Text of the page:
Article Details

« Back

New study says soft drink makers target Black and Hispanic teens and children

Big brands are capitalizing on minority youth

A new study reveals truths about soft-drink manufacturers’ marketing tactics that are anything but sweet.

A recent Yale study released Monday found that soft-drink makers are targeting black and Hispanic children and teenagers in their U.S. ad campaigns.

According to the report, released by the Yale University Rudd Center for Food Policy & Obesity, black kids and teens watched 80% to 90% more ads than white children.

Hispanic teens were exposed to 99% more ads than their white counterparts.

“Our children are being assaulted by these drinks that are high in sugar and low in nutrition,” said Kelly Brownell, co-author of the report. “The companies are marketing them in highly aggressive ways.”

Coca-Cola is the parent company for popular soft drinks like Sprite and Fanta, as well as for energy drinks and juices like Odwalla and Fuze energy drink.

In a statement to the Daily News, company spokesperson Diana Garza Ciarlante said that "the Coca-Cola Company has a worldwide policy that we do not market any of our products directly to children under the age of 12.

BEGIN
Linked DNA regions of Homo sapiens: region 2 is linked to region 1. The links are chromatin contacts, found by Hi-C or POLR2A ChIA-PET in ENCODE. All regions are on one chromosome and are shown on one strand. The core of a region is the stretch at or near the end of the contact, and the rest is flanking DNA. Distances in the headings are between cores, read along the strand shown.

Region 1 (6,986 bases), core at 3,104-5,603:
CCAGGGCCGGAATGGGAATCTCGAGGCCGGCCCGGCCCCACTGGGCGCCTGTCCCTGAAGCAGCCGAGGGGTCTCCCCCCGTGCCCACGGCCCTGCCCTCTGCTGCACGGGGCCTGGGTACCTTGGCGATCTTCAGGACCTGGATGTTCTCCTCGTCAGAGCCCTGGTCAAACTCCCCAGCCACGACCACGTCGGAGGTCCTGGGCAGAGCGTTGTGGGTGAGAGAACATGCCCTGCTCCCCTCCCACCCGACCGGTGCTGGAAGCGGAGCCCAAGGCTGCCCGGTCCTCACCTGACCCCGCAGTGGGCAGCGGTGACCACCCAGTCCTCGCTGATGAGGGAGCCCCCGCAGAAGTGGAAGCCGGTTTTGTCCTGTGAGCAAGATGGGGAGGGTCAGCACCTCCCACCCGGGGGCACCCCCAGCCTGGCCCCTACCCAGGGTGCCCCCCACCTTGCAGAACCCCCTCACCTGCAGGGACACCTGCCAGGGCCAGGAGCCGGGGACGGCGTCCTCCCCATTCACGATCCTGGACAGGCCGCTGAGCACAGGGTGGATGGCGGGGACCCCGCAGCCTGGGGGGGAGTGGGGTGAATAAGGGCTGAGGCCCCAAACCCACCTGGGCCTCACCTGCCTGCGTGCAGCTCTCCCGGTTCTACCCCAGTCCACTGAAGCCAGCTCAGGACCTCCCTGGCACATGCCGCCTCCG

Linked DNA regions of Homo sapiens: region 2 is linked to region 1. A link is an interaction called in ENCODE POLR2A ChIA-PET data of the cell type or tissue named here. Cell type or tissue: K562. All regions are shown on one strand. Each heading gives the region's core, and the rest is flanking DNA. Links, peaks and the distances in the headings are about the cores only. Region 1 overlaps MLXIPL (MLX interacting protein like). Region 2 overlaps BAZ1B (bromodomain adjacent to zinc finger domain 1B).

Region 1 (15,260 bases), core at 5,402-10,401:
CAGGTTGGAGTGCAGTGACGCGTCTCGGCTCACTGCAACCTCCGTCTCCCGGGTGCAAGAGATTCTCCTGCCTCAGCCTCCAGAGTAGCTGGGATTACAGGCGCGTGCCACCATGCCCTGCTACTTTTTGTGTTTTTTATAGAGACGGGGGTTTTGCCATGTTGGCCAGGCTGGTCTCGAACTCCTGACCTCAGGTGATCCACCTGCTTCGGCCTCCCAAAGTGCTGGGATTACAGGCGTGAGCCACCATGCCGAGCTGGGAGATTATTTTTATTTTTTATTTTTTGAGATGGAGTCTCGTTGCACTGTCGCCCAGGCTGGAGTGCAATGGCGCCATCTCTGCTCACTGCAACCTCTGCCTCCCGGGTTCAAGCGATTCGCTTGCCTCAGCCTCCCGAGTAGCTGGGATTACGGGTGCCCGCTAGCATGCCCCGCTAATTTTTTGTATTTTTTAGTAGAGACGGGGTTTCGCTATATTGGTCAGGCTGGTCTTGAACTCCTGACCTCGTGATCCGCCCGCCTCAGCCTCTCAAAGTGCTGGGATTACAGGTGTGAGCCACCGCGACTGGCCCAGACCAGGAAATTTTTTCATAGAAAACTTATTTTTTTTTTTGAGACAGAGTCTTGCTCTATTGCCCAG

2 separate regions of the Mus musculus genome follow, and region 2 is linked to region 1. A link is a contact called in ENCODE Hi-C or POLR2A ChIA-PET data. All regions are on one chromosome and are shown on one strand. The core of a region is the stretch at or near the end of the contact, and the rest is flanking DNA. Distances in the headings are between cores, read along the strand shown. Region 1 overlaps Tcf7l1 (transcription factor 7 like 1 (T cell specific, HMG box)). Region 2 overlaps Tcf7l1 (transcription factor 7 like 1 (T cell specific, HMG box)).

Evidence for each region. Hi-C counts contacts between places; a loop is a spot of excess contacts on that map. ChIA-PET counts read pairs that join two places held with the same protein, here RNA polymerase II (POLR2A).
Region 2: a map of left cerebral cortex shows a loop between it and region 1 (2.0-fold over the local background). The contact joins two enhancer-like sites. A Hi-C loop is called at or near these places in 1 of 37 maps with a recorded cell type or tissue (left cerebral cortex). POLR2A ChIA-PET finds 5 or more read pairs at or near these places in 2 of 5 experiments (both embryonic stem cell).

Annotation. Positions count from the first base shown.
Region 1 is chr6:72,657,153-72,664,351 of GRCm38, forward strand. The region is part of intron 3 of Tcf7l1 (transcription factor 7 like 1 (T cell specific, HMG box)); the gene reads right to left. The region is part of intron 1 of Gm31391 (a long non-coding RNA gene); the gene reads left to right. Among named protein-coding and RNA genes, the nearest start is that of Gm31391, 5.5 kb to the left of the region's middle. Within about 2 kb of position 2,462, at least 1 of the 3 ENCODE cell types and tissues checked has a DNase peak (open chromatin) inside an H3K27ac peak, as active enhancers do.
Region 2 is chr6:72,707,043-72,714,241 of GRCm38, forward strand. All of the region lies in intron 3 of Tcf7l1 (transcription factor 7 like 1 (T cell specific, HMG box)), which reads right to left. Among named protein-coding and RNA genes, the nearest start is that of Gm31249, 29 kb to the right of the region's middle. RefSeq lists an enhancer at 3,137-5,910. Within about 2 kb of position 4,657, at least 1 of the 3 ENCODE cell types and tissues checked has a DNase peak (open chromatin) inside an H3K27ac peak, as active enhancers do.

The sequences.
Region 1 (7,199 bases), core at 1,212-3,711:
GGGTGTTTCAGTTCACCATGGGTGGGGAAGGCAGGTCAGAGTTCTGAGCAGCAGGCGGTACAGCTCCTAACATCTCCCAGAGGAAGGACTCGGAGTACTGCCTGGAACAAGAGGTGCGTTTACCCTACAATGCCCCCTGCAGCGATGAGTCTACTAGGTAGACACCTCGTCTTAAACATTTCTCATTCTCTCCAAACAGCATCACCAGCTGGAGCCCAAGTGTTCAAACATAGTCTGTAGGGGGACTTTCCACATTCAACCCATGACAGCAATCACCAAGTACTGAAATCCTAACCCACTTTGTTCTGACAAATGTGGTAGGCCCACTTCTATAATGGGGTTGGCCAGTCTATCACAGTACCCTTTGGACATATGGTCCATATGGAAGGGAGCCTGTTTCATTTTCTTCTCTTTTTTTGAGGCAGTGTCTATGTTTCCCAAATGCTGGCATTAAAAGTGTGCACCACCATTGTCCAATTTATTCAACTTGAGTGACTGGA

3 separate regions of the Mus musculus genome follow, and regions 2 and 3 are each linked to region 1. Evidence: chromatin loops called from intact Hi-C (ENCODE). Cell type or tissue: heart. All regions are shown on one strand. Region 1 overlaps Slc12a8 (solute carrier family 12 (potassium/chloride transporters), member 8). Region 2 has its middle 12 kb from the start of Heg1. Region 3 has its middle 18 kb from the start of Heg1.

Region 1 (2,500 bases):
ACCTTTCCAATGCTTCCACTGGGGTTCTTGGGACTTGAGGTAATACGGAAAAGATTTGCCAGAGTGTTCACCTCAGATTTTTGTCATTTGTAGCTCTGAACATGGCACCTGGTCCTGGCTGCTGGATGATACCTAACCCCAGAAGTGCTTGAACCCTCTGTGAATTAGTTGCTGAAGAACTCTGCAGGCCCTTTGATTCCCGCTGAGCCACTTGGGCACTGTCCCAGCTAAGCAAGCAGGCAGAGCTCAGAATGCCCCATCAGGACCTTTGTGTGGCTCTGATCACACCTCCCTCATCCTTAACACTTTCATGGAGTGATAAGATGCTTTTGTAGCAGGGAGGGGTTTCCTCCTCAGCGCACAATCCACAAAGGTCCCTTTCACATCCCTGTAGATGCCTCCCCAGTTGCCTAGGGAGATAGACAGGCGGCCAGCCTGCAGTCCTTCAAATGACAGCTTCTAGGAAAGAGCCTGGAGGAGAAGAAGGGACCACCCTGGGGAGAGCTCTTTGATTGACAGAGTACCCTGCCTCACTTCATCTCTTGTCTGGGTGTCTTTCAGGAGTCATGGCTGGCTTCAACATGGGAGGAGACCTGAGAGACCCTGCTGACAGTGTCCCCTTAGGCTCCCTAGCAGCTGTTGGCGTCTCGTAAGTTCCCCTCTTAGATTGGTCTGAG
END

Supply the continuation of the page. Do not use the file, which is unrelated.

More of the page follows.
"The Rudd Center's findings contradict peer-reviewed research published in the August 2011 Archives of Pediatric and Adolescent Medicine, which found that between 2003 and 2009, the largest reductions in advertising to children (ages 2-5 and 6-11) were seen in the beverage category. ...Clearly, our Company and our industry are committed to responsible advertising and the numbers prove it."

According to Brownell, however, a big part of the increased number of thirsty viewers can actually be attributed to the move toward online interaction rather than traditional advertisements.

Coca-Cola, by far the most popular brand on Facebook, has more than 30 million fans, and website MyCokeRewards.com draws in millions of clicks each day.
 
---

Search top vendors, suppliers, services providers & more